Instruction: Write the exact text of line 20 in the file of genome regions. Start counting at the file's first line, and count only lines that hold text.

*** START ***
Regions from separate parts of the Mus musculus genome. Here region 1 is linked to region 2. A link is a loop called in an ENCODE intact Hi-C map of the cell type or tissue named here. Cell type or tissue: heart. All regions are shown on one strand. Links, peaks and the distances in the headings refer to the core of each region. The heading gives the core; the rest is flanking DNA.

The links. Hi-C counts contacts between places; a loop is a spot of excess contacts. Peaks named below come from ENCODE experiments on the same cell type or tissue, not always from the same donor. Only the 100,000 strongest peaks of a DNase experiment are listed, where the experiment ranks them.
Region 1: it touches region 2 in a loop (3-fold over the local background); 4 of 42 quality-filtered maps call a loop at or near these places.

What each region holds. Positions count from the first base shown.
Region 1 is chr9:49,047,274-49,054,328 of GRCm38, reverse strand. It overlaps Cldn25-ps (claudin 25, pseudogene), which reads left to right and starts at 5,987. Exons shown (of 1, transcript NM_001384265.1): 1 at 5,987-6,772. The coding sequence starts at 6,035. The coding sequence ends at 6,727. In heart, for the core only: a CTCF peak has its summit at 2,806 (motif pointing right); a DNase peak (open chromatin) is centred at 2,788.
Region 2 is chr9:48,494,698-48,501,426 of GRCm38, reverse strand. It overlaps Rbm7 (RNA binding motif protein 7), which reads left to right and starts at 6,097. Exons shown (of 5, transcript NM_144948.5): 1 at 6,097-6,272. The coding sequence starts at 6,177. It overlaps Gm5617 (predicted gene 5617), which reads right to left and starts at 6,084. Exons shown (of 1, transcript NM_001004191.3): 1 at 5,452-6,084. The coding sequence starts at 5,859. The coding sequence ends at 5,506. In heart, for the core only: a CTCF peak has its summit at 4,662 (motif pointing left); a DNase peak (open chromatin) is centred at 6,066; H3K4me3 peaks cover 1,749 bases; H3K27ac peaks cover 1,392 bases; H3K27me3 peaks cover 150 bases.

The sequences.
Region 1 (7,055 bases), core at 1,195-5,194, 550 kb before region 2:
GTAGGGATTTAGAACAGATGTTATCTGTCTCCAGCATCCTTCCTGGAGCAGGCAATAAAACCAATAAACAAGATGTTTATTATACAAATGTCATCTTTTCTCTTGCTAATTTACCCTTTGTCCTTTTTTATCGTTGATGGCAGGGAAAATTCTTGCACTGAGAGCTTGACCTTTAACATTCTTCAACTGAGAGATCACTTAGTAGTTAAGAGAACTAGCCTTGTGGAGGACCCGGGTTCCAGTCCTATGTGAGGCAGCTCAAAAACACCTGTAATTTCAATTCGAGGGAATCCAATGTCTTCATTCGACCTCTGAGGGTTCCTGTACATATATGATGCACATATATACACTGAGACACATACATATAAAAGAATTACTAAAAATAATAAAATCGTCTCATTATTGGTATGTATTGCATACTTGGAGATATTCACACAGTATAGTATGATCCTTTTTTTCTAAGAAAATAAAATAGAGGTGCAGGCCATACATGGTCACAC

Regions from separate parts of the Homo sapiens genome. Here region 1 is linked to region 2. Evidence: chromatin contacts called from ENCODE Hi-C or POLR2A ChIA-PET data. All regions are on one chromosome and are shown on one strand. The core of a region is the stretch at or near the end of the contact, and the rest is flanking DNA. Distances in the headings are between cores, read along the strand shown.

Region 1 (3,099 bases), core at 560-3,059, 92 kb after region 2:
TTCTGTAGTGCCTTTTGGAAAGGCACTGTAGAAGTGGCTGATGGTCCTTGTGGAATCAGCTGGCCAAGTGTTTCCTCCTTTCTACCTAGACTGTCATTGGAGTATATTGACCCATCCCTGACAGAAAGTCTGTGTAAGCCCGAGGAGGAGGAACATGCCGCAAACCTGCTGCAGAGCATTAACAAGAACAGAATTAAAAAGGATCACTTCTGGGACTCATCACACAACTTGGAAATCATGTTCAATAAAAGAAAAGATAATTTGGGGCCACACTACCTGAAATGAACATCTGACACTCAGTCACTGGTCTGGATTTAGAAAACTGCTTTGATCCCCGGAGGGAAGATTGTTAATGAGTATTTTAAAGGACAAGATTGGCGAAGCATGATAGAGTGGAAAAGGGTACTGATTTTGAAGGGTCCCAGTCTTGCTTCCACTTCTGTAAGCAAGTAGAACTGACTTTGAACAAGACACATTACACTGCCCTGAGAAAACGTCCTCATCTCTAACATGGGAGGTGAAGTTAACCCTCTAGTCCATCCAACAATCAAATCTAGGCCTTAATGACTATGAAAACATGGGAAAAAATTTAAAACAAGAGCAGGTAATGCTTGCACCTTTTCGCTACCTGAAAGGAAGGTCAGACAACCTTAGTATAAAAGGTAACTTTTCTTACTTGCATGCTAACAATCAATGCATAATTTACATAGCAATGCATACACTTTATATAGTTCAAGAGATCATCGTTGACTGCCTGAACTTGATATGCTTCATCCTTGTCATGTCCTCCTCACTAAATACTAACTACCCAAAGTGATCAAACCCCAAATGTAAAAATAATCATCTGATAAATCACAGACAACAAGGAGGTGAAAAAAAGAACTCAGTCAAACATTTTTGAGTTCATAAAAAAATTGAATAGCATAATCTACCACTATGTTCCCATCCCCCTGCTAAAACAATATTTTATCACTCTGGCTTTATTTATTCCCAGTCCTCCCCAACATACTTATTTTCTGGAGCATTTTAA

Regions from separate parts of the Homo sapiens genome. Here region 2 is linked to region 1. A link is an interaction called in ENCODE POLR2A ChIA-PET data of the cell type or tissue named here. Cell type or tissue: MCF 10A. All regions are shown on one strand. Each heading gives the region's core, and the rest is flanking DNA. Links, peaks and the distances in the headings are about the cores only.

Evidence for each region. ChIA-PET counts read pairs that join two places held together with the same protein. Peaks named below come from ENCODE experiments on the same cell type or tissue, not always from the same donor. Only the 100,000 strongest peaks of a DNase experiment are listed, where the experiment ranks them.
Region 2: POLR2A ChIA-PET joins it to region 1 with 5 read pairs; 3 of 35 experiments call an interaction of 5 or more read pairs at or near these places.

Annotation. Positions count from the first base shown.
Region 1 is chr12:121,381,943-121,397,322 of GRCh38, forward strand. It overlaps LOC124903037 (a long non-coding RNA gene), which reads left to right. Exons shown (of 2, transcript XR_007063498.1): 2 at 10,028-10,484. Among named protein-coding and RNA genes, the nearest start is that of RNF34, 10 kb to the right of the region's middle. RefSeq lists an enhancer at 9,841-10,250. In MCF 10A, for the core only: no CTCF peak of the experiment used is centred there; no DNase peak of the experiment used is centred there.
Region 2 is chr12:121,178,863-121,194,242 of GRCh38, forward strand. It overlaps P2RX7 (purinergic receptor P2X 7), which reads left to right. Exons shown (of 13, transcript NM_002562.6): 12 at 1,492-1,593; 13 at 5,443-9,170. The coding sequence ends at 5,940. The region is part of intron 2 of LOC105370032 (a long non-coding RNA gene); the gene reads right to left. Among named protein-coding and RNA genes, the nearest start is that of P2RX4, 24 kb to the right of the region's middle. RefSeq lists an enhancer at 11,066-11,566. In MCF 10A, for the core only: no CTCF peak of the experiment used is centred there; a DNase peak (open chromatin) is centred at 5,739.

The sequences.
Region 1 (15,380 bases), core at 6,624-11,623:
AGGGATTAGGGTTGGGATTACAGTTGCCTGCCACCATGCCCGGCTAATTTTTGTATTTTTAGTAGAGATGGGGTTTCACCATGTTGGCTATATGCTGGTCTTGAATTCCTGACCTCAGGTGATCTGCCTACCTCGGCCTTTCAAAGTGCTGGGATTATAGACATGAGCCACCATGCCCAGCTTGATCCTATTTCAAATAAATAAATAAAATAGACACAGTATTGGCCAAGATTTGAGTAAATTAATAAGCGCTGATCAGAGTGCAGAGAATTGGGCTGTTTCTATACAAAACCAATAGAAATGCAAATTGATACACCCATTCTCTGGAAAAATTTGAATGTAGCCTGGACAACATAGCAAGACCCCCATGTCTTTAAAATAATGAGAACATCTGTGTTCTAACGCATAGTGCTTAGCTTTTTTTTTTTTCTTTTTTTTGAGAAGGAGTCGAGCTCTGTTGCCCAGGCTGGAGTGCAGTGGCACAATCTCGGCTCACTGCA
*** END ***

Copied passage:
Region 1 (15,380 bases), core at 6,624-11,623: